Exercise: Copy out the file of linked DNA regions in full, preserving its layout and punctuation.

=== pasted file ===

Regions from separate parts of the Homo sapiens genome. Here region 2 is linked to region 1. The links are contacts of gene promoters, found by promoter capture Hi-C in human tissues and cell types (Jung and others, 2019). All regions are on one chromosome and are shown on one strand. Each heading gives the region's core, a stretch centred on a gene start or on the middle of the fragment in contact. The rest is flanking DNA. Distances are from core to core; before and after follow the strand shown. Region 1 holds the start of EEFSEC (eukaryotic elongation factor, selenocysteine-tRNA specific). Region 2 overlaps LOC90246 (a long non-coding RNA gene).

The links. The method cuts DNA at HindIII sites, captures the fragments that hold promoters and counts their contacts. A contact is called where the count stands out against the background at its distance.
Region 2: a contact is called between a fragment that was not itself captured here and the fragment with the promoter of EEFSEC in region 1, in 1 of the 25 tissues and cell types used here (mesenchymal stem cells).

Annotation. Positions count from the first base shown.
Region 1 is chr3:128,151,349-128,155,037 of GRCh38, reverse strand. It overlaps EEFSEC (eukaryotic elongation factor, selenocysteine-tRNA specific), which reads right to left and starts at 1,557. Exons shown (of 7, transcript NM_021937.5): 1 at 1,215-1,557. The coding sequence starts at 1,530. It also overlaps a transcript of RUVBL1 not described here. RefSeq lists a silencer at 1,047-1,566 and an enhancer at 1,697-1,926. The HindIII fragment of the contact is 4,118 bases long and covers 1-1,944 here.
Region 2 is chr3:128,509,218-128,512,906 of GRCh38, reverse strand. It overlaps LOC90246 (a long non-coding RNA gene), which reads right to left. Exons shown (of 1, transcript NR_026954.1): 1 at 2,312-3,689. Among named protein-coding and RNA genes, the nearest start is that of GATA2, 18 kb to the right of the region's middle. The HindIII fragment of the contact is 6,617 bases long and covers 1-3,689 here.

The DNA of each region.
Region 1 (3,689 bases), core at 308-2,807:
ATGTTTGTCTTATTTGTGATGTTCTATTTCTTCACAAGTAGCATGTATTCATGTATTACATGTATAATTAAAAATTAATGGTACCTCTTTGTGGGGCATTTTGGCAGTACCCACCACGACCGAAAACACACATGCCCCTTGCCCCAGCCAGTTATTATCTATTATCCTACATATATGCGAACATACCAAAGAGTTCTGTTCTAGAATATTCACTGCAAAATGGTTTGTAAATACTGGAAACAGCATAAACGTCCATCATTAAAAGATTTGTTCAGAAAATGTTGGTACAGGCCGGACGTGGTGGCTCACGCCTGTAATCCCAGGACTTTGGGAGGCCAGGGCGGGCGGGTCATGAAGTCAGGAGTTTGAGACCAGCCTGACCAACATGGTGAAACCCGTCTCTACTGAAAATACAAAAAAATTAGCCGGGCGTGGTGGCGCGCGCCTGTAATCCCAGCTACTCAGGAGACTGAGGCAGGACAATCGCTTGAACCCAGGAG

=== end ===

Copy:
Regions from separate parts of the Homo sapiens genome. Here region 2 is linked to region 1. The links are contacts of gene promoters, found by promoter capture Hi-C in human tissues and cell types (Jung and others, 2019). All regions are on one chromosome and are shown on one strand. Each heading gives the region's core, a stretch centred on a gene start or on the middle of the fragment in contact. The rest is flanking DNA. Distances are from core to core; before and after follow the strand shown. Region 1 holds the start of EEFSEC (eukaryotic elongation factor, selenocysteine-tRNA specific). Region 2 overlaps LOC90246 (a long non-coding RNA gene).

The links. The method cuts DNA at HindIII sites, captures the fragments that hold promoters and counts their contacts. A contact is called where the count stands out against the background at its distance.
Region 2: a contact is called between a fragment that was not itself captured here and the fragment with the promoter of EEFSEC in region 1, in 1 of the 25 tissues and cell types used here (mesenchymal stem cells).

Annotation. Positions count from the first base shown.
Region 1 is chr3:128,151,349-128,155,037 of GRCh38, reverse strand. It overlaps EEFSEC (eukaryotic elongation factor, selenocysteine-tRNA specific), which reads right to left and starts at 1,557. Exons shown (of 7, transcript NM_021937.5): 1 at 1,215-1,557. The coding sequence starts at 1,530. It also overlaps a transcript of RUVBL1 not described here. RefSeq lists a silencer at 1,047-1,566 and an enhancer at 1,697-1,926. The HindIII fragment of the contact is 4,118 bases long and covers 1-1,944 here.
Region 2 is chr3:128,509,218-128,512,906 of GRCh38, reverse strand. It overlaps LOC90246 (a long non-coding RNA gene), which reads right to left. Exons shown (of 1, transcript NR_026954.1): 1 at 2,312-3,689. Among named protein-coding and RNA genes, the nearest start is that of GATA2, 18 kb to the right of the region's middle. The HindIII fragment of the contact is 6,617 bases long and covers 1-3,689 here.

The DNA of each region.
Region 1 (3,689 bases), core at 308-2,807:
ATGTTTGTCTTATTTGTGATGTTCTATTTCTTCACAAGTAGCATGTATTCATGTATTACATGTATAATTAAAAATTAATGGTACCTCTTTGTGGGGCATTTTGGCAGTACCCACCACGACCGAAAACACACATGCCCCTTGCCCCAGCCAGTTATTATCTATTATCCTACATATATGCGAACATACCAAAGAGTTCTGTTCTAGAATATTCACTGCAAAATGGTTTGTAAATACTGGAAACAGCATAAACGTCCATCATTAAAAGATTTGTTCAGAAAATGTTGGTACAGGCCGGACGTGGTGGCTCACGCCTGTAATCCCAGGACTTTGGGAGGCCAGGGCGGGCGGGTCATGAAGTCAGGAGTTTGAGACCAGCCTGACCAACATGGTGAAACCCGTCTCTACTGAAAATACAAAAAAATTAGCCGGGCGTGGTGGCGCGCGCCTGTAATCCCAGCTACTCAGGAGACTGAGGCAGGACAATCGCTTGAACCCAGGAG